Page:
Pickett, George. "Congress, the Budget, and Intelligence." In Intelligence: Policy and Process, eds. Alfred C. Maurer, Marion D. Turnstall, and James M. Keagle, 157-175. Boulder, CO: Westview, 1985.
American Bar Association. Standing Committee on Law and National Security. "Glickman Calls for Releasing Intelligence Community Budget." National Security Law Report 16, no. 2 (Feb. 1994): 1, 2, 6-8.
Remarks by Dan Glickman (D-KS), 27 January 1994.
[Clarke, John M.] "It's Budget Time...." CIRA Newsletter 20, no. 1 (Spring 1995): 15-18.
Edited version of letter sent to National Journal, dated 19 Oct. 1994. The writer states that the first Consolidated Intelligence Program Budget occurred under DCI Richard Helms, not later as Dan Murphy had stated in W. John Moore's National Journal article of 8 October 1994. Clarke was CIA Comptroller and later Associate Director for the U.S. Intelligence Community.
Johnson, Loch K., and Kevin J. Scheid. "Spending for Spies: Intelligence Budgeting in the Aftermath of the Cold War." Public Budgeting & Finance 17, no. 4 (Dec. 1997): 7-27.
Nelsen, Harvey. "The U.S. Intelligence Budget in the 1990s." International Journal of Intelligence and Counterintelligence 6, no. 2 (Summer 1993): 195-203.
Although keyed to the intelligence budgets and philosophies of the Bush administration, Nelson's baseline conclusion failed to hold into the late 1990s: "If the current trend lines hold, the intelligence community will be little diminished in the tough fiscal environment of the 1990s. The technology dependent nature of the intelligence process makes significant cuts in the budget very difficult."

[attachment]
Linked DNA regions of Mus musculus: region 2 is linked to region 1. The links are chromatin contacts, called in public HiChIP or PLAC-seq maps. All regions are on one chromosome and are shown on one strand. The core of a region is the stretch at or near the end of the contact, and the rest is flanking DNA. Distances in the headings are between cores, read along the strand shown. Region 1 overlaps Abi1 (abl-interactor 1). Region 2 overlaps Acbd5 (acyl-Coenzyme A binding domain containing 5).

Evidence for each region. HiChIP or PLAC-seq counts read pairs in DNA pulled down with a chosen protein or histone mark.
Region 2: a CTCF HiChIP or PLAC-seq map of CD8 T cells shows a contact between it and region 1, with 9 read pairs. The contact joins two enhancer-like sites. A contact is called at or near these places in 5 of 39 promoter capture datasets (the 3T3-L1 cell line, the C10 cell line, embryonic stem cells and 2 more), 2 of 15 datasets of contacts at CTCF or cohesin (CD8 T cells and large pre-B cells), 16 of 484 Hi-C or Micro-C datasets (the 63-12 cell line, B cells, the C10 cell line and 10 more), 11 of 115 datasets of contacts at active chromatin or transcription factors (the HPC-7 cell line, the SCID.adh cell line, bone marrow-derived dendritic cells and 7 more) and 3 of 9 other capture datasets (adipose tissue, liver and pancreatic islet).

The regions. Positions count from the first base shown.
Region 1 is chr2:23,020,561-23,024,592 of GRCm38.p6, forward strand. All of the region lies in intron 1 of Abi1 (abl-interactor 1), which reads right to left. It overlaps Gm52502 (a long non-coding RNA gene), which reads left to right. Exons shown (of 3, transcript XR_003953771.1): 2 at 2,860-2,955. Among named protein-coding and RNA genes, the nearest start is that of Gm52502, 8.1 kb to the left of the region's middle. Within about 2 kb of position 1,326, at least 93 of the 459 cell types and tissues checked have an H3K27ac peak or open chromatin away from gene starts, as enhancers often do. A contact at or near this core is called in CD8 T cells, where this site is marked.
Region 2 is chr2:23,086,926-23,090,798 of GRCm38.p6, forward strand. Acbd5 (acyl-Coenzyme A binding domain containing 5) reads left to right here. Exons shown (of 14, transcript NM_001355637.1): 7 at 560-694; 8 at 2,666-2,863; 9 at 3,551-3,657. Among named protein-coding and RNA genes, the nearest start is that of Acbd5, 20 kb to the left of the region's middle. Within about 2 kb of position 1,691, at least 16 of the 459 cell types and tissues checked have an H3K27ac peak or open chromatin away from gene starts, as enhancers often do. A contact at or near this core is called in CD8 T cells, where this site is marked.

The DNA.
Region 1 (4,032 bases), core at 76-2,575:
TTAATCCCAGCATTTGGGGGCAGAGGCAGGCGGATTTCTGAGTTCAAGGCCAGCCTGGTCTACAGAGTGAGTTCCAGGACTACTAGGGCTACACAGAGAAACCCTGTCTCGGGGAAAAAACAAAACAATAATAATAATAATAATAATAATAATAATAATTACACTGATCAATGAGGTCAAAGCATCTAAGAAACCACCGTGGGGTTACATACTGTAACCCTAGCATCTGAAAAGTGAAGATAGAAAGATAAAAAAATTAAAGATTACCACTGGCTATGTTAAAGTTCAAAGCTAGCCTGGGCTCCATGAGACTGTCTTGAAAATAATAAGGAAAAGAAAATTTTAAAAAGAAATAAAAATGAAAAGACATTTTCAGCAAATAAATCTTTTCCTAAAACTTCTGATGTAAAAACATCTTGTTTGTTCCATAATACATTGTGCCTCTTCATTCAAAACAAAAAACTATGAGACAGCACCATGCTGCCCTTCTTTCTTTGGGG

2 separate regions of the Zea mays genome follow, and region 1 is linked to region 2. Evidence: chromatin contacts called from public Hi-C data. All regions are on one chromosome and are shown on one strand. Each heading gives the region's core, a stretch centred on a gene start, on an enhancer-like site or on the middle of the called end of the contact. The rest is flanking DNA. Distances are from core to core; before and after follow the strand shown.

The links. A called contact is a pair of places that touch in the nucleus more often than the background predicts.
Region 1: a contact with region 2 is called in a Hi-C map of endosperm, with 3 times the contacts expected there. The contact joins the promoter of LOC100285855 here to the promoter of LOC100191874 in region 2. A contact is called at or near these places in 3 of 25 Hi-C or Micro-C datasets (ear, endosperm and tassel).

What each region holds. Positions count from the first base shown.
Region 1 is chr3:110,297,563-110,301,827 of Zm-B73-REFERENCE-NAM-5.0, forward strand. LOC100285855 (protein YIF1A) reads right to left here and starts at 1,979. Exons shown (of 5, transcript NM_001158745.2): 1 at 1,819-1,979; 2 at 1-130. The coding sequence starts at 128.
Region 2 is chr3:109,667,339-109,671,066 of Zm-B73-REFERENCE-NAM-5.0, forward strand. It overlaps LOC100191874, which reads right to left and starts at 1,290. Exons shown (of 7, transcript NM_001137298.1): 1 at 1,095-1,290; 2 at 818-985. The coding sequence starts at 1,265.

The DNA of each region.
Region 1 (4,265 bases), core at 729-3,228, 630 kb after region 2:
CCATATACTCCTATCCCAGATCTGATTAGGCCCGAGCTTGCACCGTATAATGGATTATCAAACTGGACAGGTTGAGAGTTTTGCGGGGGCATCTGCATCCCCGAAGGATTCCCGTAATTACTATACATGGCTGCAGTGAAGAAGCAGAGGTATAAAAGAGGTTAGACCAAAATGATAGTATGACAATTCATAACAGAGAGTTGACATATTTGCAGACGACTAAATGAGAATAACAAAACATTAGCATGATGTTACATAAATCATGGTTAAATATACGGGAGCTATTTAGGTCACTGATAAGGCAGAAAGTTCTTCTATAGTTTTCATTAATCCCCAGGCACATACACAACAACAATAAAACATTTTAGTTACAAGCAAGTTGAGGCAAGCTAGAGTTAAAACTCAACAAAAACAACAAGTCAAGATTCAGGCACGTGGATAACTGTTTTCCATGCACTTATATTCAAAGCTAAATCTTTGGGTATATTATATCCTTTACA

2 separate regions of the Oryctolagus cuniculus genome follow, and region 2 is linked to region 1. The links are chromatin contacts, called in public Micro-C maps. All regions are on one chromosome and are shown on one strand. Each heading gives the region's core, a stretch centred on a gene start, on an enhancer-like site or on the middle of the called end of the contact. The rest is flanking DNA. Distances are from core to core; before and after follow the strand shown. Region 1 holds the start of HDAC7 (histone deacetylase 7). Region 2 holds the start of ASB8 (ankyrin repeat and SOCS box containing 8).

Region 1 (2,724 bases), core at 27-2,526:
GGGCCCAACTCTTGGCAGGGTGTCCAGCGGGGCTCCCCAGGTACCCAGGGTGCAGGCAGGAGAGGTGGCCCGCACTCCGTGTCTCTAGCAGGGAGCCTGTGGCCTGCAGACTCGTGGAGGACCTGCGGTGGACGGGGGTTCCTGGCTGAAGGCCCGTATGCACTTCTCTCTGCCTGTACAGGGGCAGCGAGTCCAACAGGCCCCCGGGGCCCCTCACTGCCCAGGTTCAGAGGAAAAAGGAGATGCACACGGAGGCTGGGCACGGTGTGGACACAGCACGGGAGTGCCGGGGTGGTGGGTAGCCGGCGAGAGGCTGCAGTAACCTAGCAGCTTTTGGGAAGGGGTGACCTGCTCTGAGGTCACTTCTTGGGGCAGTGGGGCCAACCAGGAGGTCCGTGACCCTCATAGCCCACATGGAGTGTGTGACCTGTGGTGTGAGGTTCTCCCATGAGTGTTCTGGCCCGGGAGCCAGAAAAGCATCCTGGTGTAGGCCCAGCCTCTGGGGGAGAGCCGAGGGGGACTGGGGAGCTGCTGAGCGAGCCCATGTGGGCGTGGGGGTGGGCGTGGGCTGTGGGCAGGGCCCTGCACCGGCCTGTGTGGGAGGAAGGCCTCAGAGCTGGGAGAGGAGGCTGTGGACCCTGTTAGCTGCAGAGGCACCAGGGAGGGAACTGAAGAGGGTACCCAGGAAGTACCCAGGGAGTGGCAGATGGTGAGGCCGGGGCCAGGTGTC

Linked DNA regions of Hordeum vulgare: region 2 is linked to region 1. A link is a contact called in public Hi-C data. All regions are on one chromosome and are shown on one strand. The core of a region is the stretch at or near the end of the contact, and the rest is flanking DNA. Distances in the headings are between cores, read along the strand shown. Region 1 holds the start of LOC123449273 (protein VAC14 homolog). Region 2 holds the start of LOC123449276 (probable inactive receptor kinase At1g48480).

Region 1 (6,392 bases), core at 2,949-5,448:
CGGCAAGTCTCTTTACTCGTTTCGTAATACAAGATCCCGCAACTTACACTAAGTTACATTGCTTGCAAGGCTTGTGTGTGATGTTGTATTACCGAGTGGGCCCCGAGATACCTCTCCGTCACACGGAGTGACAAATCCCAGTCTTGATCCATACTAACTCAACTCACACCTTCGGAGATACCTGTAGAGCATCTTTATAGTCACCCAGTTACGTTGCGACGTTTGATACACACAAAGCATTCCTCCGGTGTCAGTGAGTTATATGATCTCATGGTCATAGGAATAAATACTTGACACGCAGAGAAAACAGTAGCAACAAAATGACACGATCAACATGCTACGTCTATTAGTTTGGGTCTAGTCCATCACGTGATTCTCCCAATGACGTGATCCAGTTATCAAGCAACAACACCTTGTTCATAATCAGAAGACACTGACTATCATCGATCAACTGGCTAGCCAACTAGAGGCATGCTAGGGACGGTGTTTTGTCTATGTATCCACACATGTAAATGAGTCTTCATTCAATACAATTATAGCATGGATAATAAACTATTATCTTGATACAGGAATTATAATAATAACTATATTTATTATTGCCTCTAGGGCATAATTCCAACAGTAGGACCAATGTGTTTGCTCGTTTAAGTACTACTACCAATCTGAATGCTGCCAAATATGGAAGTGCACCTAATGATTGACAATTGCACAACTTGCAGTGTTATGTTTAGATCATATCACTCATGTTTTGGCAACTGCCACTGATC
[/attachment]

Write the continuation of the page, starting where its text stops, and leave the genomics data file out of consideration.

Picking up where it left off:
Pincus, Walter. "Clinton Approves Disclosure of Intelligence Budget Figure." Washington Post, 24 Apr. 1996, A19.
Smith, R. Jeffrey. "Making Connections with Dots to Decipher U.S. Spy Spending: Panel's Report Indirectly Discloses Details It Urged Keeping Secret." Washington Post, 12 Mar. 1996, A11.
"When a presidential commission recently advocated disclosing the total amount being spent by the U.S. intelligence community, it warned that 'the disclosure of additional detail should not be permitted' for fear of giving away vital U.S. secrets.... Buried in the commission's 151-page report, however, is a chart that -- to a savvy observer -- provides a striking account of previously secret spy spending and personnel levels for four major intelligence organizations:" the CIA, NSA, DIA, and NRO. "Extrapolating from the chart, one can see that the big spender of the U.S. intelligence community is the [NRO], which builds and launches spy satellites at an annual cost of $6.2 billion to $6.3 billion....
"The chart also confirms that the most secretive spy organization -- the [NSA] -- together with its various military service components employs the most people, a total of nearly 40,000 eavesdroppers and codebreakers. It appears to have an annual budget of around $3.7 billion. Although the commission never explicitly listed these figures, it said the NSA's size and budget are out of balance because too little money goes to improving its technological capabilities and too much (around 40 percent) goes to payroll. It recommended that the agency take some extraordinary personnel actions, including forcing more retirements.
"The chart also confirms that the CIA ... is considerably smaller than the NSA; it appears to employ slightly fewer than 20,000 people and has an annual budget of around $3.1 billion. The combined spy efforts of the military services and the Defense Intelligence Agency, in contrast, employ slightly more personnel than the CIA but cost a billion or so dollars less."
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